The Age of Opus Anglicanum

First book published in the new book series Studies in English Medieval Embroidery

The Age of Opus Anglicanum

By Dr M.A. Michael

hmseme_1This volume, the first to appear in a series of Studies in English Medieval Embroidery, contains the papers delivered at a Symposium held at the Victoria and Albert Museum in London in February 2013, which was designed to re-vitalize research and public awareness of a significant medium of medieval art.

During the period which has become known as the great age of Opus Anglicanum between c.1200 and 1400, kings, popes and high ranking prelates all over Europe vied with each other in their desire to own English medieval embroidery. Such vestments were first mentioned as ‘English Work’ (Opus Anglicanum) in the papal archives because of their distinctive style rather than their technique – although most also display skilful use of gold embroidery in what is known as ‘underside couching’, a method of embroidering silver-gilt thread so that it is both pliable and displays the maximum amount of thread on the surface of the garment. The imagery achieved in this special medium is comparable with the luxurious illuminated manuscripts produced in England during the Middle Ages and forms a repository of some unique iconography.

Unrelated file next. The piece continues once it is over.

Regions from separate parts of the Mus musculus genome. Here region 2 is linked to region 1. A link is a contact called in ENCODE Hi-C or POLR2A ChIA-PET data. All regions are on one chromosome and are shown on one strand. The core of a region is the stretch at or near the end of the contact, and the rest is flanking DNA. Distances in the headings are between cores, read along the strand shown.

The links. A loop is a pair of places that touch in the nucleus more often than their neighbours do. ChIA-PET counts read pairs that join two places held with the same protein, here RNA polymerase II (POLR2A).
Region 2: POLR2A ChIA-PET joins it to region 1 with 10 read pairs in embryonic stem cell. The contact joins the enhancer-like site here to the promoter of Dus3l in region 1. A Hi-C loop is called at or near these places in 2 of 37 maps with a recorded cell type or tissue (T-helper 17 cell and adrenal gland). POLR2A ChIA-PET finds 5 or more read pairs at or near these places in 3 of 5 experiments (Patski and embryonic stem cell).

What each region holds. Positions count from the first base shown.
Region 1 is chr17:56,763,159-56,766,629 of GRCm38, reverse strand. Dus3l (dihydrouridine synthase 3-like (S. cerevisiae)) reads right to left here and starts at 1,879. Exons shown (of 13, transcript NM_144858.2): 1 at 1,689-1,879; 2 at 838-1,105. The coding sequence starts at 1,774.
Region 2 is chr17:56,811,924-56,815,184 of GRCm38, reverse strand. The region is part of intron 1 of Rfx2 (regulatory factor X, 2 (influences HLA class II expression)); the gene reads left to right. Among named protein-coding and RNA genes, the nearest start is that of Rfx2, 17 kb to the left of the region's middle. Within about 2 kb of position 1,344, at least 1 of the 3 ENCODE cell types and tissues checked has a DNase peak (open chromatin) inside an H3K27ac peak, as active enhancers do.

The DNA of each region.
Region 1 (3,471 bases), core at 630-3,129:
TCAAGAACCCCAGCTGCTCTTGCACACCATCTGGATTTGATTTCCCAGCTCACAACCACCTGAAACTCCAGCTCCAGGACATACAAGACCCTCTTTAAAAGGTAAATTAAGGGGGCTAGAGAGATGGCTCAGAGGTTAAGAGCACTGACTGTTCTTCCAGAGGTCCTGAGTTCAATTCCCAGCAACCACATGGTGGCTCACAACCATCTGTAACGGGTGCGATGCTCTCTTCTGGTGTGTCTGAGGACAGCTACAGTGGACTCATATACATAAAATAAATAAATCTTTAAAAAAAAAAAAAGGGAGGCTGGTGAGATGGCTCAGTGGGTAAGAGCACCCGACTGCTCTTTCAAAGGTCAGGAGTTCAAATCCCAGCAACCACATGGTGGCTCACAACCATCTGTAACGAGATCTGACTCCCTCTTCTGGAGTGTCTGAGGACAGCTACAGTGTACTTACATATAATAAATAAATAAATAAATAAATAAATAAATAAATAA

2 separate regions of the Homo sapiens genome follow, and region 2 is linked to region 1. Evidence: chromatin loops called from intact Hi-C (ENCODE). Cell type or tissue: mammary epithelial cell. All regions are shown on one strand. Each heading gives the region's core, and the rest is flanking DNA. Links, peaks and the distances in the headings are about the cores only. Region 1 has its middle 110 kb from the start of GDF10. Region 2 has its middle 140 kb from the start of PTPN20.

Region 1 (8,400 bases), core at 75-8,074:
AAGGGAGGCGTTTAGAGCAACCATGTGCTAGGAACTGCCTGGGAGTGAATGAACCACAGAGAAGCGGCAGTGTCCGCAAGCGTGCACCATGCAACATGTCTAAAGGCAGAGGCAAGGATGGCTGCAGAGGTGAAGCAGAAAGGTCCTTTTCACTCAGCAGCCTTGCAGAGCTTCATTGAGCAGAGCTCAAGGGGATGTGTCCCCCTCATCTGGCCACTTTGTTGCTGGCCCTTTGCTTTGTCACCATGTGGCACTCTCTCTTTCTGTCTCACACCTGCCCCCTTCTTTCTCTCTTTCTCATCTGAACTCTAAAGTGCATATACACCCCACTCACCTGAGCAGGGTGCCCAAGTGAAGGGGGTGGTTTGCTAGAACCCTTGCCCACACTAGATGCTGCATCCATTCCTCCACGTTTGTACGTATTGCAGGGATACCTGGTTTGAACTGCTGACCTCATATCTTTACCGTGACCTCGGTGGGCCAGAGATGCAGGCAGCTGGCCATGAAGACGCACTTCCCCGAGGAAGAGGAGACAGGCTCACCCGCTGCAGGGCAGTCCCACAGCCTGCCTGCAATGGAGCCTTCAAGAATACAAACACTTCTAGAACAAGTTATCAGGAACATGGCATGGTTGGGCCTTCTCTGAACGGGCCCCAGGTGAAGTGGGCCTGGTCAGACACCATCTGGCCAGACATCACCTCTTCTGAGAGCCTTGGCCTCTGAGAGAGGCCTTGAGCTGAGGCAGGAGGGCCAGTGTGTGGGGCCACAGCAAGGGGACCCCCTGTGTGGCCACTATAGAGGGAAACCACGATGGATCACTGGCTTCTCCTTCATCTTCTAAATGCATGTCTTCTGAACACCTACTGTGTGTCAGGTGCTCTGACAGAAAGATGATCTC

The essays included here break new ground in the understanding of both liturgical and secular embroidery, covering topics such as interesting iconographic aspects found in Opus Anglicanum; hitherto unpublished data from the royal accounts of Edward III related to commissions and payments to embroiderers and embroideresses; and a detailed study of late medieval English palls accompanied by a Handlist of the major extant examples. Of particular importance is the inclusion of the Evelyn Thomas Collection of pre-digital images of Opus Anglicanum work, now digitized in its entirety at the Princeton Index of Christian Art.

The wealth of illustrations in this volume – over 200 images and comparative material from other forms of medieval art – are all in full colour.

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